ZAMBOANGA CITY (MindaNews / 26 July) — Growing up in Jolo meant eating fruits anytime of the day. Ask any Tausug, and he will tell you, eating fruits is not part of breakfast, lunch or dinner because we eat them anytime, in abundance.
As a child, I remember growing up looking for the day when the coconuts harvested from the farms of my parents and grandparents will be delivered with a truckful of all kinds of fruits: mangosteen, lanzones, rambutan, marang, green and yellow mangoes, quisas, durian that my maternal grandfather planted.
The cousins would converge at the back of our house on a bamboo platform we call pantan. It is always fun to watch the moon from the pantan and listen to stories of yesteryears.
The green mangoes peeled and sliced, someone would make in a big bowl, the sauce, a mixture of anchovies, soy sauce, ripe chili.
The young ones with their respective small bowls will each get from the big bowl and depending on your ability to withstand the hotness of chili, you can add more sugar to your own bowl. We, the cousins would sit altogether and eat with gusto the small green mangoes, we call “magkilaw.”
Tausugs male and female alike love “magkilaw.” It is a testament of the good times we all went through and enjoy. After the 1974 Jolo Siege, we relocated to Kasanyangan Village. The farmers would bring their produce from Patikul and Indanan and it meant waiting for them to pass by and buy the varied fruits they brought. It was one of the perks staying in this village.
Durian is a fruit that smells like hell and tastes like heaven. Opening a durian fruit is only for those extra gifted to know the line (tiranan) to which the knife is pushed inside and presto, it is opened. Ask any durian seller their choice and you will get a better one.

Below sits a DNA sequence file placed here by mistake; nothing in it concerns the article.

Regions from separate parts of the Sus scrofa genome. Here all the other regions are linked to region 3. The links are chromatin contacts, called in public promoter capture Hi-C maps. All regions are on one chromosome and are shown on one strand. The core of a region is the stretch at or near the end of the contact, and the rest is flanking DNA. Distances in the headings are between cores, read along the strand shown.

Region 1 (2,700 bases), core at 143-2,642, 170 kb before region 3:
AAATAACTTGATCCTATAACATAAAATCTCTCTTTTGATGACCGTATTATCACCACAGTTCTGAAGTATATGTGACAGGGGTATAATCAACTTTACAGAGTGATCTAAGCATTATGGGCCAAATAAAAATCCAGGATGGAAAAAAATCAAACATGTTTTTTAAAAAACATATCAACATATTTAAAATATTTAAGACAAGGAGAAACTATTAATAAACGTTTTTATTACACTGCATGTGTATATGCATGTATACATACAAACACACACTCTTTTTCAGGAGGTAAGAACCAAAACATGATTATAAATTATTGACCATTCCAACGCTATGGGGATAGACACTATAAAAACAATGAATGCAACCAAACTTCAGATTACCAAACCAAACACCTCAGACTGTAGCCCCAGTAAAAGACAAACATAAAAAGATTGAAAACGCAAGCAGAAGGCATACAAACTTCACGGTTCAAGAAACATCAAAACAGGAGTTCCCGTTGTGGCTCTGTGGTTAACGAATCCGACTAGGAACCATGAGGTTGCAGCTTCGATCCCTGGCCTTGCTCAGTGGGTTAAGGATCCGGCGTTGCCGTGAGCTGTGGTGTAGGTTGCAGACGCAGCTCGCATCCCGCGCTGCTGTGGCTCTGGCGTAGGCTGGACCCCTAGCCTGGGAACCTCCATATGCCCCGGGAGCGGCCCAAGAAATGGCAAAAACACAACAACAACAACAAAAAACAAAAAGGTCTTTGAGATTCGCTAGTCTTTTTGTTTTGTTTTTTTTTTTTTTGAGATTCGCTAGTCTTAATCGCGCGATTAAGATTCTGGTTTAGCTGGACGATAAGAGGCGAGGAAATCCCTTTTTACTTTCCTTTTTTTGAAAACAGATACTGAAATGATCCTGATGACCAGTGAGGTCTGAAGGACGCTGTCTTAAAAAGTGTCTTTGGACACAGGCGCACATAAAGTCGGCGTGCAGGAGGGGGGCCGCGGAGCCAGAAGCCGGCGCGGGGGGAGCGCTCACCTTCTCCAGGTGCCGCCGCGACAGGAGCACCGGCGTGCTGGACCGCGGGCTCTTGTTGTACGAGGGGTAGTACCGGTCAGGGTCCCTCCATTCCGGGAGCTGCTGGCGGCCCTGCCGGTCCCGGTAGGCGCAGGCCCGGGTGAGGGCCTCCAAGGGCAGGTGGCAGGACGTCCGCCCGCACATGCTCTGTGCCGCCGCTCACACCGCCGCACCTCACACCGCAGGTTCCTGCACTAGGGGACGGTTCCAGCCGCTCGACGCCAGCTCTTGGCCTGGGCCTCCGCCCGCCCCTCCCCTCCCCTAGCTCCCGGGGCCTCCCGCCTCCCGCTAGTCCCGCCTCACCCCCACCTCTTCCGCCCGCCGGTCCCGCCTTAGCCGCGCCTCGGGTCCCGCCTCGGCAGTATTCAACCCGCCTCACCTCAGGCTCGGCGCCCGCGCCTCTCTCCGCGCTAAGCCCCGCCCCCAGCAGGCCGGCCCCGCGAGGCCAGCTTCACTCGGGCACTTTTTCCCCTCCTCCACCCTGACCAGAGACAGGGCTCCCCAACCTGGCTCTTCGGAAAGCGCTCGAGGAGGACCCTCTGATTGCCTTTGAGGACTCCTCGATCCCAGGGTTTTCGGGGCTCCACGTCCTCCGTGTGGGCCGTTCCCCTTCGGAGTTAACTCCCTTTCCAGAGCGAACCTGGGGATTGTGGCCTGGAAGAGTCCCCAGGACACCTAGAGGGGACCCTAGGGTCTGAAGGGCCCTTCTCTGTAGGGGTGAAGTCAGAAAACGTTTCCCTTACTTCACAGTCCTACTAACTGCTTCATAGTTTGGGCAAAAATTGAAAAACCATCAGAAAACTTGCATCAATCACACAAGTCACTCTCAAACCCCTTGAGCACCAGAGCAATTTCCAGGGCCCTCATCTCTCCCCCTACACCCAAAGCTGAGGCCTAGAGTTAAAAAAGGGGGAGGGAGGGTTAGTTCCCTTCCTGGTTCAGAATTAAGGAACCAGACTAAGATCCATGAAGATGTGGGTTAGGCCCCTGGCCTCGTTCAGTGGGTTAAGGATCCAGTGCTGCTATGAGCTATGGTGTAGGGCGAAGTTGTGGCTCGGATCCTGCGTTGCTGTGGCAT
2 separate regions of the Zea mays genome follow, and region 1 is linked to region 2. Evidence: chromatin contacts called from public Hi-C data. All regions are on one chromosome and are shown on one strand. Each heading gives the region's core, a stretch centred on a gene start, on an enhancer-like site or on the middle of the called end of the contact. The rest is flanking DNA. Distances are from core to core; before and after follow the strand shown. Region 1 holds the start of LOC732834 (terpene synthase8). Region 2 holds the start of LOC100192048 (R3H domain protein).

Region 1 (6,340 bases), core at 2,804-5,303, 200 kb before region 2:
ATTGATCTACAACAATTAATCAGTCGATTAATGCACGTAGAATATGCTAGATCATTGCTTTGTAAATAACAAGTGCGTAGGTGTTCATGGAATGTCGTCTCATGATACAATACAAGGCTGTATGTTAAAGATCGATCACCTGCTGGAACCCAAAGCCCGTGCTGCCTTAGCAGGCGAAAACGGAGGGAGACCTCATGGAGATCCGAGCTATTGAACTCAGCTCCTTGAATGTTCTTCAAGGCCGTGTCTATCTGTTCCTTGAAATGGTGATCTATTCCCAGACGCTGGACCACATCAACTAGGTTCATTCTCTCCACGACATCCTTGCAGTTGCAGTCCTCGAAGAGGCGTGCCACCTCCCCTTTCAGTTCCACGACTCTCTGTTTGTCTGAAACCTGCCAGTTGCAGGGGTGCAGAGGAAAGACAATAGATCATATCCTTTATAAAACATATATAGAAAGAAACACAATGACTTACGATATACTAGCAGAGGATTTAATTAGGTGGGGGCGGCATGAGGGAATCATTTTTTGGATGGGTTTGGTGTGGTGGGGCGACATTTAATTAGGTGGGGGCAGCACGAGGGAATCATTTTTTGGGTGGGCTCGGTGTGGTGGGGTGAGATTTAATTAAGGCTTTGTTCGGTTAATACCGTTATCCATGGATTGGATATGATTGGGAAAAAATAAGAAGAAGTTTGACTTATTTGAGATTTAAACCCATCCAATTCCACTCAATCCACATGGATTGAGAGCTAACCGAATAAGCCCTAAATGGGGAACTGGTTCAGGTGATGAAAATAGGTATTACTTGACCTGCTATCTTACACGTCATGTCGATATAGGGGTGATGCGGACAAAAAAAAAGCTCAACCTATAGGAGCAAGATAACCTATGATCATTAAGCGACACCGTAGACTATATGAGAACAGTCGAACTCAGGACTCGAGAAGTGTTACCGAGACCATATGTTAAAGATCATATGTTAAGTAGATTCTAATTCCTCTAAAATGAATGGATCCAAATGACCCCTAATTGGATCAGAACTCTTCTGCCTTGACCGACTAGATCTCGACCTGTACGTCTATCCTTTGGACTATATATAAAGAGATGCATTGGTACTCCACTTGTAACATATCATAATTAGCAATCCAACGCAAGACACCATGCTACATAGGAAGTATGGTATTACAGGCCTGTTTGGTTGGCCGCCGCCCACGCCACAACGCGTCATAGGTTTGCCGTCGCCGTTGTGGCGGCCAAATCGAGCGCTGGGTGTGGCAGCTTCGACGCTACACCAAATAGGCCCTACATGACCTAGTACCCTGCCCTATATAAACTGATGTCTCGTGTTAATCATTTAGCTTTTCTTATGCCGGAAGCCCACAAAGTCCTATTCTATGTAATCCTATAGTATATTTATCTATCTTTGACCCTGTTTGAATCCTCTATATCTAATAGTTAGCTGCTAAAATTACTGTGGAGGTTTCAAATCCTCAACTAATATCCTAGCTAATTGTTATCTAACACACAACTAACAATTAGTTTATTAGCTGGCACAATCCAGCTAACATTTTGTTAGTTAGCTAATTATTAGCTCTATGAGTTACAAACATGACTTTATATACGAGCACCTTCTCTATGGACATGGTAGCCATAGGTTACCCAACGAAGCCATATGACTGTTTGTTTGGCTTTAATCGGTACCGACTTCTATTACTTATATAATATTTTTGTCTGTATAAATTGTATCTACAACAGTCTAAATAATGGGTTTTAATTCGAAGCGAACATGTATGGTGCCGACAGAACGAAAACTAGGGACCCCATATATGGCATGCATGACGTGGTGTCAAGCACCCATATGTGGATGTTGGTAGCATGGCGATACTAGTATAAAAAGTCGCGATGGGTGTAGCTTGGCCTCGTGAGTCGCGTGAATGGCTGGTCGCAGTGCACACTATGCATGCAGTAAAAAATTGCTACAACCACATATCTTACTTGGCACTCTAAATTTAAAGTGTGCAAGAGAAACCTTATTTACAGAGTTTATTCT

I remember accompanying to Jolo Margie Moran, Lorenzo Tan and company doing a coffee table book several years ago. We stayed at the De Mazenod Hostel. When offered at the residence of the Mayor Suod Tan, Margie says, “I don’t really like durian,”, but the good sport that she is, she tries to taste our own home grown native durian. She likes the taste! The native durian in Jolo tastes like no other and this is attributed to the volcanic soil.
At last year’s biennial gathering of Notredamians and Tausugs in New Jersey, they were feted to Kulma that me and Ka Didang cooked, Tiyapa istah and a trayful of tomatoes mixed with shimp paste (sambal), hot chili and sugar that I mix. Ahh, in no time, it was gone.
Ka Errol Navata, President of the association, brings two big crates of Thai durian and everyone relishes the durian. It is like reminiscing the fruit season back in Jolo, except now that most have grown in years and are watchful of the quantity to eat. The Jolo durian is so different in taste and texture than the Thai durian, but we have to settle for the latter in the absence of the former.
A few years back, I took a motor launch from Jolo to Zamboanga during fruit season. It was fruit season and the kumpit was full of crates of fruits, lanzones and mangosteen. I could hardly get through to the comfort room with the load.
Alhamdulillah for the blessing of fruits in Jolo. Any Tausug would like to be in Jolo this time of the year to relish the abundant fruits once again. If only,
if only, we are safe!
(MindaViews is the opinion section of MindaNews. Sharifa Pearlsia P. Ali-Dans retired as Assistant Secretary of the Department of Interior and Local Government in the Autonomous Region in Muslim Mindanao in Ocotber 2017. She finished her Bachelor of Arts at the Notre Dame College of Jolo, Magna Cum Laude and her Master in Asian Studies at the University of the Philippines. She was a Fulbright Philippines Hubert H. Humphrey Fellow at the University of Texas in Austin from 1990 to 1991 and a Project in Basic Education –RLMC Fellowship at the Southbank Institute of TAFE in Brisbane, Australia in 1997. She finished her MA n Public Administration at the Universidad de Zamboanga in 1999 and her Doctor of Education, Major in Personnel Administration from the same university in 2004. She was conferred the Gawad Urian Best Supporting Actress award for the film, ‘Women of the Weeping River” in 2017. She is a mother of four professionals and grandmother of Pico, Somer and Shiloh).